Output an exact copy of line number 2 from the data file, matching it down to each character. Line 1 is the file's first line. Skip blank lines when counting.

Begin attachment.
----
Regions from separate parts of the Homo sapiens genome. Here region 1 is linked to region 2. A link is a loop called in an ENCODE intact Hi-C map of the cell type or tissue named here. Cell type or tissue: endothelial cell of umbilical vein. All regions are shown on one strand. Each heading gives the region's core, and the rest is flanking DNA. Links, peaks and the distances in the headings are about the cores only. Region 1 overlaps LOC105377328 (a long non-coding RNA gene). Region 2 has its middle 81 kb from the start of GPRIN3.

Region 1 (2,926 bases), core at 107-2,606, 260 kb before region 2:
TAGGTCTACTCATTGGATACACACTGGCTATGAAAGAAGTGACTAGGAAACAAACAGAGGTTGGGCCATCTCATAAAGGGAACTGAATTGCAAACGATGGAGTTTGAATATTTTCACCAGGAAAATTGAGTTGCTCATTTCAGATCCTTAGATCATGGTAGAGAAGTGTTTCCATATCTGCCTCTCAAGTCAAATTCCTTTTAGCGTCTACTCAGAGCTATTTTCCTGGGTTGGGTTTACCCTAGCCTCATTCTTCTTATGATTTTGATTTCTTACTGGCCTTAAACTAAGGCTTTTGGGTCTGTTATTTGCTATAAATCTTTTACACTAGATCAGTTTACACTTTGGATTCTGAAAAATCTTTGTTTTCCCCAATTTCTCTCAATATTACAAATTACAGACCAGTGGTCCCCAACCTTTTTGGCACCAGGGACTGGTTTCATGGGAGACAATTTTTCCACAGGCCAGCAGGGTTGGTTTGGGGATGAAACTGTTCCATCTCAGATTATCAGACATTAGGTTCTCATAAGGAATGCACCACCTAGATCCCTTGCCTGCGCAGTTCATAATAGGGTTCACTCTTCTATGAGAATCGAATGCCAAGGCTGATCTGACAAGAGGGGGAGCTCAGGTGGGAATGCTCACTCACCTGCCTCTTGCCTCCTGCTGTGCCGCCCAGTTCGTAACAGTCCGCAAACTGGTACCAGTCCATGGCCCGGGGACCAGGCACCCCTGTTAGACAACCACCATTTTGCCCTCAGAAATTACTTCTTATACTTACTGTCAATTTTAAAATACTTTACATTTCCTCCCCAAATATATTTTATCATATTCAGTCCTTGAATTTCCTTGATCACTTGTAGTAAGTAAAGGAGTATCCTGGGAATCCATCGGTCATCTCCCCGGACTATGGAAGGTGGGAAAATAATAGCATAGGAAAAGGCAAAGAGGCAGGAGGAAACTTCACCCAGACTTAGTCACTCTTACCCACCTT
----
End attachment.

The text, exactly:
Region 1 (2,926 bases), core at 107-2,606, 260 kb before region 2: